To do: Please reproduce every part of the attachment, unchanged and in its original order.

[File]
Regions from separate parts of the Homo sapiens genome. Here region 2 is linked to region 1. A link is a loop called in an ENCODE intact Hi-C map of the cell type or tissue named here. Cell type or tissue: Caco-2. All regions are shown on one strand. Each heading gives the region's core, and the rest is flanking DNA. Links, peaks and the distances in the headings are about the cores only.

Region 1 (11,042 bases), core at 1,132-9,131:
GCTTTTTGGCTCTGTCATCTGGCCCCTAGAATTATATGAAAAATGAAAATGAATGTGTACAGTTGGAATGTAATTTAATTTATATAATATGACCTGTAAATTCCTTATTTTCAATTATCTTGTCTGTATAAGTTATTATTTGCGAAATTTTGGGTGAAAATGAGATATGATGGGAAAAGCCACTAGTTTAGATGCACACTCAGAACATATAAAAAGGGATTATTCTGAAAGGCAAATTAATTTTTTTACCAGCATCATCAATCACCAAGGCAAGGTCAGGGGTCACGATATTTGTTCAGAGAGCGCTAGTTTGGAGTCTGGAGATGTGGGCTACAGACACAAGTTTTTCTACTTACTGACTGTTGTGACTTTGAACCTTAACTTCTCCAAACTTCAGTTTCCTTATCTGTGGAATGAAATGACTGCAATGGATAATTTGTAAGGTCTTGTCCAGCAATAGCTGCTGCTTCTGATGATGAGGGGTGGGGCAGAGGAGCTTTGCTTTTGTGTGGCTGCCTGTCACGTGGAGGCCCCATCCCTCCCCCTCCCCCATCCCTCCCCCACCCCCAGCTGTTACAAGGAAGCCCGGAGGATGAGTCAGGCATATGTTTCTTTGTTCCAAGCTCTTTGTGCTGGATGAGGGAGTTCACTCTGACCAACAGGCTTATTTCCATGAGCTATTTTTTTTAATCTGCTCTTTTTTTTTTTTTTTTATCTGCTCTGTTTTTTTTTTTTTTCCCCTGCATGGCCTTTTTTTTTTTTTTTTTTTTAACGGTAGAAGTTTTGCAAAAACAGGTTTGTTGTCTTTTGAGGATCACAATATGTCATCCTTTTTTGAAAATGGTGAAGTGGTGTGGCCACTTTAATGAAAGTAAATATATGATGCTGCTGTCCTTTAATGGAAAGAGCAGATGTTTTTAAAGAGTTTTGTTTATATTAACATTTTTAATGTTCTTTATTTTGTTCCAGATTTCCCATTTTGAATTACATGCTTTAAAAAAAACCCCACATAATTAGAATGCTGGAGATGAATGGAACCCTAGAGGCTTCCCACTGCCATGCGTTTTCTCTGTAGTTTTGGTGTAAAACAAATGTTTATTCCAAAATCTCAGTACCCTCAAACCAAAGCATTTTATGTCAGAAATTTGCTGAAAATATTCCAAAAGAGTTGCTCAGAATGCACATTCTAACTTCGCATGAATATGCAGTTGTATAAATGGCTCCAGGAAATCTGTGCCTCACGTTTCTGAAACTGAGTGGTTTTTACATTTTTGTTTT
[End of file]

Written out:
Regions from separate parts of the Homo sapiens genome. Here region 2 is linked to region 1. A link is a loop called in an ENCODE intact Hi-C map of the cell type or tissue named here. Cell type or tissue: Caco-2. All regions are shown on one strand. Each heading gives the region's core, and the rest is flanking DNA. Links, peaks and the distances in the headings are about the cores only.

Region 1 (11,042 bases), core at 1,132-9,131:
GCTTTTTGGCTCTGTCATCTGGCCCCTAGAATTATATGAAAAATGAAAATGAATGTGTACAGTTGGAATGTAATTTAATTTATATAATATGACCTGTAAATTCCTTATTTTCAATTATCTTGTCTGTATAAGTTATTATTTGCGAAATTTTGGGTGAAAATGAGATATGATGGGAAAAGCCACTAGTTTAGATGCACACTCAGAACATATAAAAAGGGATTATTCTGAAAGGCAAATTAATTTTTTTACCAGCATCATCAATCACCAAGGCAAGGTCAGGGGTCACGATATTTGTTCAGAGAGCGCTAGTTTGGAGTCTGGAGATGTGGGCTACAGACACAAGTTTTTCTACTTACTGACTGTTGTGACTTTGAACCTTAACTTCTCCAAACTTCAGTTTCCTTATCTGTGGAATGAAATGACTGCAATGGATAATTTGTAAGGTCTTGTCCAGCAATAGCTGCTGCTTCTGATGATGAGGGGTGGGGCAGAGGAGCTTTGCTTTTGTGTGGCTGCCTGTCACGTGGAGGCCCCATCCCTCCCCCTCCCCCATCCCTCCCCCACCCCCAGCTGTTACAAGGAAGCCCGGAGGATGAGTCAGGCATATGTTTCTTTGTTCCAAGCTCTTTGTGCTGGATGAGGGAGTTCACTCTGACCAACAGGCTTATTTCCATGAGCTATTTTTTTTAATCTGCTCTTTTTTTTTTTTTTTTATCTGCTCTGTTTTTTTTTTTTTTCCCCTGCATGGCCTTTTTTTTTTTTTTTTTTTTAACGGTAGAAGTTTTGCAAAAACAGGTTTGTTGTCTTTTGAGGATCACAATATGTCATCCTTTTTTGAAAATGGTGAAGTGGTGTGGCCACTTTAATGAAAGTAAATATATGATGCTGCTGTCCTTTAATGGAAAGAGCAGATGTTTTTAAAGAGTTTTGTTTATATTAACATTTTTAATGTTCTTTATTTTGTTCCAGATTTCCCATTTTGAATTACATGCTTTAAAAAAAACCCCACATAATTAGAATGCTGGAGATGAATGGAACCCTAGAGGCTTCCCACTGCCATGCGTTTTCTCTGTAGTTTTGGTGTAAAACAAATGTTTATTCCAAAATCTCAGTACCCTCAAACCAAAGCATTTTATGTCAGAAATTTGCTGAAAATATTCCAAAAGAGTTGCTCAGAATGCACATTCTAACTTCGCATGAATATGCAGTTGTATAAATGGCTCCAGGAAATCTGTGCCTCACGTTTCTGAAACTGAGTGGTTTTTACATTTTTGTTTT